Chattanooga, Knoxville downtowns thriving

Redevelopment rivalry between Chattanooga and Knoxville benefited both cities

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The Tennessee Aquarium is a big draw to downtown Chattanooga. The Tennessee Aquarium is a big draw to downtown Chattanooga.
This pedestrian bridge connects downtown Chattanooga with the North Shore. This pedestrian bridge connects downtown Chattanooga with the North Shore.
"There's a tremendous number of young ideas, young business people looking to grow as entrepreneurs and you're already in an environment where everyone scratches each other's backs. Everyone's helping each other," Tejani said. "There's a tremendous number of young ideas, young business people looking to grow as entrepreneurs and you're already in an environment where everyone scratches each other's backs. Everyone's helping each other," Tejani said.
The once deserted Market Square now bustles on warm Knoxville nights. The once deserted Market Square now bustles on warm Knoxville nights.
"Knoxville talked about a lot of big things, but when it started happening, it was organic. It was a lot of little thing coming together," said writer and historian Jack Neely. "Knoxville talked about a lot of big things, but when it started happening, it was organic. It was a lot of little thing coming together," said writer and historian Jack Neely.

By GENE PATTERSON
6 News Anchor/Reporter

KNOXVILLE (WATE) - In 1969, legendary broadcaster Walter Cronkite declared that Chattanooga was the dirtiest city in America.

That designation spurred Chattanooga to clean up its act.

And over the past 40 years, it certainly has, so much so that Knoxville, for many of those years, was left in its dust.

But where is Knoxville in that competition today?

For the past 20 years, Chattanooga seemed to be taking the lead.

The Scenic City seemed to have everything Knoxville did not: a vibrant downtown spurred by the Aquarium and Imax Theater, a riverfront with its pedestrian bridge, a mecca of activity, and along its borders, miles of greenways and bike trails.

Shalin Tejani, the CFO of a plastics manufacturing company, recently opened a ribbon factory.

He is an example, we're told, of the stock of young entrepreneurs filling the city.

"There's a tremendous number of young ideas, young business people looking to grow as entrepreneurs and you're already in an environment where everyone scratches each other's backs. Everyone's helping each other. The free flow of ideas is tremendous," Tejani said. "We are a city full of energy."

Over the past decade or so, Chattanooga has made a lot of best lists - Best City to Live, Most Affordable, Best Place to be an Entrepreneur, which, when you think about it, is pretty important, because entrepreneurs means business and that means jobs.

"It didn't take too long as the renaissance of downtown began to emerge that you began to see younger people moving back to the city, other young people moving here from other places, and there began to be a new spirit, new excitement, a new enthusiasm when you walk around Chattanooga today and talk to people. Everybody is excited about their city," said writer Dean Arnold.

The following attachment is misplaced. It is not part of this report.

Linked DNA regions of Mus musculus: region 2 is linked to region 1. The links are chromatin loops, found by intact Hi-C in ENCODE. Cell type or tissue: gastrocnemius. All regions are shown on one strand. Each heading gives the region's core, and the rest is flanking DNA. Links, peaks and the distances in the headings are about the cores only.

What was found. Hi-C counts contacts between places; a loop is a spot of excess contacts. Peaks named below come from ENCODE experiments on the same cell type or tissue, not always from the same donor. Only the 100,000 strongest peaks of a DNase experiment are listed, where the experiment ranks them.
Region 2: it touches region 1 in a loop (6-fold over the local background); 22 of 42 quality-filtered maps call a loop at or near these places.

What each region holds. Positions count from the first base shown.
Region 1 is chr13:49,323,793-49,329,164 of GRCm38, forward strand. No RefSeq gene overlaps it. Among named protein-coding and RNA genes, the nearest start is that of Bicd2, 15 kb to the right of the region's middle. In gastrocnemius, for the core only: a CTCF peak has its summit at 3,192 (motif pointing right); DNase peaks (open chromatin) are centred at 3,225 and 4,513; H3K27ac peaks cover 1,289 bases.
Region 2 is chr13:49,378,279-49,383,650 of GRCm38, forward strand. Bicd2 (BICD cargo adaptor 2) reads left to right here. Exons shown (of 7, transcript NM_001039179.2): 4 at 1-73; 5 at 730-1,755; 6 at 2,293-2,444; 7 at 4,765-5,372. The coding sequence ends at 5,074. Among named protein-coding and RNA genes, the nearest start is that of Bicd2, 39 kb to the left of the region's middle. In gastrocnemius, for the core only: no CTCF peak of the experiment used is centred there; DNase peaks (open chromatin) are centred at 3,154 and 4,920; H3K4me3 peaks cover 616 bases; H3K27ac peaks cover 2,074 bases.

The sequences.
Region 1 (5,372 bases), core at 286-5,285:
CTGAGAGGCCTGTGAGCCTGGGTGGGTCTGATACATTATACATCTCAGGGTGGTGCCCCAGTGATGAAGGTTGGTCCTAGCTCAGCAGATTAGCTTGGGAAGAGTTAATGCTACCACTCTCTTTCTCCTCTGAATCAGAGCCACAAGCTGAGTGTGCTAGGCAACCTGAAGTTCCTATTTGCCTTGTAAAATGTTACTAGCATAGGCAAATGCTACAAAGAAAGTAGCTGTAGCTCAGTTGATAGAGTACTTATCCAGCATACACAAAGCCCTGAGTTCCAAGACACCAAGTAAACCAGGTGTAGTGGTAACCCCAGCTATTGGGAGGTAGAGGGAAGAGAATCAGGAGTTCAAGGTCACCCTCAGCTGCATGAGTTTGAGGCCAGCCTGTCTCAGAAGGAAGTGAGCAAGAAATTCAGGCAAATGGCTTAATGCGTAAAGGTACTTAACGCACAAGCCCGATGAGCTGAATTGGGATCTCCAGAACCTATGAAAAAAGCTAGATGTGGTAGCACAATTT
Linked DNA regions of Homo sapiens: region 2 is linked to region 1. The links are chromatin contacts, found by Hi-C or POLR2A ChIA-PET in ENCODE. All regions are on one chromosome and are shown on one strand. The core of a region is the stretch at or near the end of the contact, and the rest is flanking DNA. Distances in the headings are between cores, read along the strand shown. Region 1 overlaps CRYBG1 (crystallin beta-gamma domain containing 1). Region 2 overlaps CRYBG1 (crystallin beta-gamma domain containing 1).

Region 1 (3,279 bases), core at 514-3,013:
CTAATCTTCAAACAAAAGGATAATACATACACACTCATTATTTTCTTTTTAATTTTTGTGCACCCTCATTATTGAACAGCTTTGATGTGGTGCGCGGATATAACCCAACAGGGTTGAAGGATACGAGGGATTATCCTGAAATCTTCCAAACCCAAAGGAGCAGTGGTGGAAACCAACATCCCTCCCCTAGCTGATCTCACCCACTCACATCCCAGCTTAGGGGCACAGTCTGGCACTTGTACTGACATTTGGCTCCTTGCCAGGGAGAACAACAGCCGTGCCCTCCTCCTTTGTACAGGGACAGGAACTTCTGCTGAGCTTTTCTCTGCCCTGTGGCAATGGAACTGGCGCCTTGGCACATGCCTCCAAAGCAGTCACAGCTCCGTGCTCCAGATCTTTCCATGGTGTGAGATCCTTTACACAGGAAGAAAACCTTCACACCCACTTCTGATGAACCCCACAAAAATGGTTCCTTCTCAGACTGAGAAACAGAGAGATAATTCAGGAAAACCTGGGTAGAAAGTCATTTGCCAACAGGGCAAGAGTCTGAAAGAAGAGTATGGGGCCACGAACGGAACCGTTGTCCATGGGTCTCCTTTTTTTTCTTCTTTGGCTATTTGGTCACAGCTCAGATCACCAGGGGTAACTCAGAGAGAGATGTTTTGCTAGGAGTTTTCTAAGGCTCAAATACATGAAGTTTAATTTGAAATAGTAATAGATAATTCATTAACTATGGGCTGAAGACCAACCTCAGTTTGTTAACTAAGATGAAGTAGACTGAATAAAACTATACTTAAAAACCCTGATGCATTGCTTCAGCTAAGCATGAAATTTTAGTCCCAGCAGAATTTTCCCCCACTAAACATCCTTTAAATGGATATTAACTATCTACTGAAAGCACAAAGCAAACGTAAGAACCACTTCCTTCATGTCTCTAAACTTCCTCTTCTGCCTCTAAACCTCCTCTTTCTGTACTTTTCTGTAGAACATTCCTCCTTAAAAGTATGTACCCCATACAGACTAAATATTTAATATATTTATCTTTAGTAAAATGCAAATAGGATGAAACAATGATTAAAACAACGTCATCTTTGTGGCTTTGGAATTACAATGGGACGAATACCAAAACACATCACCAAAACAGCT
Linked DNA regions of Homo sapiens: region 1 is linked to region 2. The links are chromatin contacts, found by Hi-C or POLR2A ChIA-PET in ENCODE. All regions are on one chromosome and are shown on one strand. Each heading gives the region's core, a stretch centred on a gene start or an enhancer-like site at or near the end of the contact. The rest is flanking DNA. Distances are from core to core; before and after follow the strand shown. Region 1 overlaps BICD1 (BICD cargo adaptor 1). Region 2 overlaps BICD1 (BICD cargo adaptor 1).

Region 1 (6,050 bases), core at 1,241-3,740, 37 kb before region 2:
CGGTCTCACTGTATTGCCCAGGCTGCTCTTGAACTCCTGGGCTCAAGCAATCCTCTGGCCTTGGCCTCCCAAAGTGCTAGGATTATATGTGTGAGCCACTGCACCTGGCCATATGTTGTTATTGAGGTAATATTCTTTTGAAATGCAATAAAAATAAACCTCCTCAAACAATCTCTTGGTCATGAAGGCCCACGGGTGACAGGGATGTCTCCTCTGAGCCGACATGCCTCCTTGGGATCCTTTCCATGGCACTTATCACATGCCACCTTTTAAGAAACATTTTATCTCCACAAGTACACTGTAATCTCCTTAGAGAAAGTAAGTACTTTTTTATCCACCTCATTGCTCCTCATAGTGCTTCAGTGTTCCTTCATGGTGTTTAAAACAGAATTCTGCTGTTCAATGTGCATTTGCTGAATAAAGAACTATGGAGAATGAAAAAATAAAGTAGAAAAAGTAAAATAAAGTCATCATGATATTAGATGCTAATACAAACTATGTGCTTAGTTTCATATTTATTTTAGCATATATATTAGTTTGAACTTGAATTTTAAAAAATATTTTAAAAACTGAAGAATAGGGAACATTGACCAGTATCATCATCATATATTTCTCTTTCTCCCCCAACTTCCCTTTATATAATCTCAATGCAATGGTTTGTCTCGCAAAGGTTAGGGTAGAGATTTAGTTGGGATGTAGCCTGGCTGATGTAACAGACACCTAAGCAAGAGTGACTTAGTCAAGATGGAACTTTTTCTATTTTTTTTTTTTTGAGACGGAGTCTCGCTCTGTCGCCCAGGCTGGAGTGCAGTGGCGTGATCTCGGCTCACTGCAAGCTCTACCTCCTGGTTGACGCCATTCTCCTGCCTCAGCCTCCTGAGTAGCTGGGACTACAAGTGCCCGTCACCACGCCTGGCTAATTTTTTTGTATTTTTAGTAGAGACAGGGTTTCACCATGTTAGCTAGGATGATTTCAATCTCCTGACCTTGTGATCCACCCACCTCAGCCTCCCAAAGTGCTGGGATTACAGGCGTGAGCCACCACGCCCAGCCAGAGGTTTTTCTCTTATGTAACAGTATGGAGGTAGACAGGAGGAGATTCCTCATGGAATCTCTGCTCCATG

Arnold, author of Old Money, New South, the Spirit of Chattanooga, suggests that youth may be driving Chattanooga's current growth, but it was Chattanooga's elite old money that started it.

"There was an old Southern aristocracy group of elite leaders that really wanted to see this city turn around and so they pooled their resources and put their foundation money together and started working with the rest of the community and a lot of things happened," Arnold said.

And it's still happening.

"I think the next step is figuring out, 'OK, we've come this far. We came up with this plan and really succeeded and that goes to the all the hard work put into it. So now what do we do?' What's this next generation going to do and how are we going to continue to grow the city. Or at least nurture what we have?" Tejani said.

So that's Chattanooga, but what about Knoxville?     
      
Well, it turns out the rivalry did finally benefit the city. Knoxville, like Chattanooga, did a visioning plan and the result was a renewed effort to bring back downtown.

A visit to Market Square just about any warm evening will attest to the success of that effort.

"The new restaurants have brought us down and the exciting atmosphere down here with all the different events," said local Richard Birchfield.

"I like it because it's so festive and there's a lot of people and it's easy for us to bring our baby," Akiko Birchfield said.

And it wasn't an aquarium or big idea that got it going.
      
"Knoxville talked about a lot of big things, but when it started happening, it was organic. It was a lot of little thing coming together," said writer and historian Jack Neely.

Neely loves Knoxville's downtown.

"There are a lot of things that Chattanooga did first, but we're doing it better now," Neely said.
 
The truth is, the two communities both have a lot going for them.

Knoxville is about 8 percent less expensive to live in than Chattanooga.

But Chattanooga has a higher per capita income at $19,689 per year, compared to Knoxville's $18,171.

If you're looking for a glaring difference, it's in the area of job growth. Between 2000 and 2009, Chattanooga's job growth tracked at 13.25 percent. Knoxville's job market grew by 3.3 percent.

But I will give Knoxville one edge - only we have Neyland Stadium. And when the Big Orange is winning, there is no better place to be than Knoxville.

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